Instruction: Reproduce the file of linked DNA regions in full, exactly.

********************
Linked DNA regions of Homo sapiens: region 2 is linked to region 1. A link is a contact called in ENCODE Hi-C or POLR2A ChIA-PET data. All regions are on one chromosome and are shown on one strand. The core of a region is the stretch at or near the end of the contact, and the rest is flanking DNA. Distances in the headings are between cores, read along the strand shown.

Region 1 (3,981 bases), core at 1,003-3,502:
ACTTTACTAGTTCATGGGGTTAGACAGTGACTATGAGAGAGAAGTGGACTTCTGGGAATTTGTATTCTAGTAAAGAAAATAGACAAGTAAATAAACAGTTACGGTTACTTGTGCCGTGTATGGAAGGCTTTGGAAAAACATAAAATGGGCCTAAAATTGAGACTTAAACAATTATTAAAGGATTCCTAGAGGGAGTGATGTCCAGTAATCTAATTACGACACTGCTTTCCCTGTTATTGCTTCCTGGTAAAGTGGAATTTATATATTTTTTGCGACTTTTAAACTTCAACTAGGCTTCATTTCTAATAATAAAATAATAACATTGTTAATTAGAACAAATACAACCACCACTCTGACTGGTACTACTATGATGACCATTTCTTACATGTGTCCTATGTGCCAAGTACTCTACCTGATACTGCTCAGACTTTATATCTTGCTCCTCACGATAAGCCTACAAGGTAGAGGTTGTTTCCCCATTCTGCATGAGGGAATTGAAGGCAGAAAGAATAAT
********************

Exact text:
Linked DNA regions of Homo sapiens: region 2 is linked to region 1. A link is a contact called in ENCODE Hi-C or POLR2A ChIA-PET data. All regions are on one chromosome and are shown on one strand. The core of a region is the stretch at or near the end of the contact, and the rest is flanking DNA. Distances in the headings are between cores, read along the strand shown.

Region 1 (3,981 bases), core at 1,003-3,502:
ACTTTACTAGTTCATGGGGTTAGACAGTGACTATGAGAGAGAAGTGGACTTCTGGGAATTTGTATTCTAGTAAAGAAAATAGACAAGTAAATAAACAGTTACGGTTACTTGTGCCGTGTATGGAAGGCTTTGGAAAAACATAAAATGGGCCTAAAATTGAGACTTAAACAATTATTAAAGGATTCCTAGAGGGAGTGATGTCCAGTAATCTAATTACGACACTGCTTTCCCTGTTATTGCTTCCTGGTAAAGTGGAATTTATATATTTTTTGCGACTTTTAAACTTCAACTAGGCTTCATTTCTAATAATAAAATAATAACATTGTTAATTAGAACAAATACAACCACCACTCTGACTGGTACTACTATGATGACCATTTCTTACATGTGTCCTATGTGCCAAGTACTCTACCTGATACTGCTCAGACTTTATATCTTGCTCCTCACGATAAGCCTACAAGGTAGAGGTTGTTTCCCCATTCTGCATGAGGGAATTGAAGGCAGAAAGAATAAT